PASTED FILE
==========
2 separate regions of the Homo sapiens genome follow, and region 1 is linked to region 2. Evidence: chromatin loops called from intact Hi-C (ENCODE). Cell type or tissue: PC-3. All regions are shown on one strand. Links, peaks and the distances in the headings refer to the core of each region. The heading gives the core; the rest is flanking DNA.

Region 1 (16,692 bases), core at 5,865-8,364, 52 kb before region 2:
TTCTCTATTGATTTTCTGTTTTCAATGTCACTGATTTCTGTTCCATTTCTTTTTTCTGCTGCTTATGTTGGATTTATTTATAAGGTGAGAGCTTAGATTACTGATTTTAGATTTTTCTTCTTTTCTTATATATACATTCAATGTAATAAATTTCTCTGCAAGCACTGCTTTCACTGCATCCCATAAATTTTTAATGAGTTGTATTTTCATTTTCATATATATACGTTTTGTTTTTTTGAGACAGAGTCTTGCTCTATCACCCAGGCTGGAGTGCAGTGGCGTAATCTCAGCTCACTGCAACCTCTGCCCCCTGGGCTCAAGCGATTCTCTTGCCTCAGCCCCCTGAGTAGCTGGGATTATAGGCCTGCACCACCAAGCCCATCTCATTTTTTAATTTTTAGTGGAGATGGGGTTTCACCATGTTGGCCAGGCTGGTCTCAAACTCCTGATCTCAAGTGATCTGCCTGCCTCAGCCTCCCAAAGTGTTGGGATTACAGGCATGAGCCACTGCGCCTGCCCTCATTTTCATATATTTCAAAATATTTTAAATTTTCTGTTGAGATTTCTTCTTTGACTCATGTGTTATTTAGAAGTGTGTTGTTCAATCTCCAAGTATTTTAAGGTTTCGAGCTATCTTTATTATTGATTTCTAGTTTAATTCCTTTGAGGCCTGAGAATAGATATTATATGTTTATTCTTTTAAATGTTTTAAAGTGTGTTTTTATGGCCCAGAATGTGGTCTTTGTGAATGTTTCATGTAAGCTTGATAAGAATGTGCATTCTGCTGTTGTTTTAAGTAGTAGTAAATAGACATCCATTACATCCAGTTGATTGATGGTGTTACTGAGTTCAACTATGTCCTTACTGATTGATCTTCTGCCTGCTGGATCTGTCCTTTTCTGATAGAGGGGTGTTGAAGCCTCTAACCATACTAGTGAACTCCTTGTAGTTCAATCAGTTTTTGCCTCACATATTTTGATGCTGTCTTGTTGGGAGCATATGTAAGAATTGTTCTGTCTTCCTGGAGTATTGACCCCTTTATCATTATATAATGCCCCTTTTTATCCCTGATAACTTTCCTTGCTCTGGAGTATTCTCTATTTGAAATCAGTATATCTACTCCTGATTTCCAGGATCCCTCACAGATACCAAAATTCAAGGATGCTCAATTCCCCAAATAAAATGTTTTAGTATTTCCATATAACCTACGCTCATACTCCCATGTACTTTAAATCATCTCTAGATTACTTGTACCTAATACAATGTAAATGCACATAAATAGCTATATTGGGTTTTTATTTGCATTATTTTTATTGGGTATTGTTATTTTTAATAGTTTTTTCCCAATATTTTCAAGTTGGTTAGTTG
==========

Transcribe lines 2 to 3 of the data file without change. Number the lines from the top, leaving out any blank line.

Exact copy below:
Region 1 (16,692 bases), core at 5,865-8,364, 52 kb before region 2:
TTCTCTATTGATTTTCTGTTTTCAATGTCACTGATTTCTGTTCCATTTCTTTTTTCTGCTGCTTATGTTGGATTTATTTATAAGGTGAGAGCTTAGATTACTGATTTTAGATTTTTCTTCTTTTCTTATATATACATTCAATGTAATAAATTTCTCTGCAAGCACTGCTTTCACTGCATCCCATAAATTTTTAATGAGTTGTATTTTCATTTTCATATATATACGTTTTGTTTTTTTGAGACAGAGTCTTGCTCTATCACCCAGGCTGGAGTGCAGTGGCGTAATCTCAGCTCACTGCAACCTCTGCCCCCTGGGCTCAAGCGATTCTCTTGCCTCAGCCCCCTGAGTAGCTGGGATTATAGGCCTGCACCACCAAGCCCATCTCATTTTTTAATTTTTAGTGGAGATGGGGTTTCACCATGTTGGCCAGGCTGGTCTCAAACTCCTGATCTCAAGTGATCTGCCTGCCTCAGCCTCCCAAAGTGTTGGGATTACAGGCATGAGCCACTGCGCCTGCCCTCATTTTCATATATTTCAAAATATTTTAAATTTTCTGTTGAGATTTCTTCTTTGACTCATGTGTTATTTAGAAGTGTGTTGTTCAATCTCCAAGTATTTTAAGGTTTCGAGCTATCTTTATTATTGATTTCTAGTTTAATTCCTTTGAGGCCTGAGAATAGATATTATATGTTTATTCTTTTAAATGTTTTAAAGTGTGTTTTTATGGCCCAGAATGTGGTCTTTGTGAATGTTTCATGTAAGCTTGATAAGAATGTGCATTCTGCTGTTGTTTTAAGTAGTAGTAAATAGACATCCATTACATCCAGTTGATTGATGGTGTTACTGAGTTCAACTATGTCCTTACTGATTGATCTTCTGCCTGCTGGATCTGTCCTTTTCTGATAGAGGGGTGTTGAAGCCTCTAACCATACTAGTGAACTCCTTGTAGTTCAATCAGTTTTTGCCTCACATATTTTGATGCTGTCTTGTTGGGAGCATATGTAAGAATTGTTCTGTCTTCCTGGAGTATTGACCCCTTTATCATTATATAATGCCCCTTTTTATCCCTGATAACTTTCCTTGCTCTGGAGTATTCTCTATTTGAAATCAGTATATCTACTCCTGATTTCCAGGATCCCTCACAGATACCAAAATTCAAGGATGCTCAATTCCCCAAATAAAATGTTTTAGTATTTCCATATAACCTACGCTCATACTCCCATGTACTTTAAATCATCTCTAGATTACTTGTACCTAATACAATGTAAATGCACATAAATAGCTATATTGGGTTTTTATTTGCATTATTTTTATTGGGTATTGTTATTTTTAATAGTTTTTTCCCAATATTTTCAAGTTGGTTAGTTG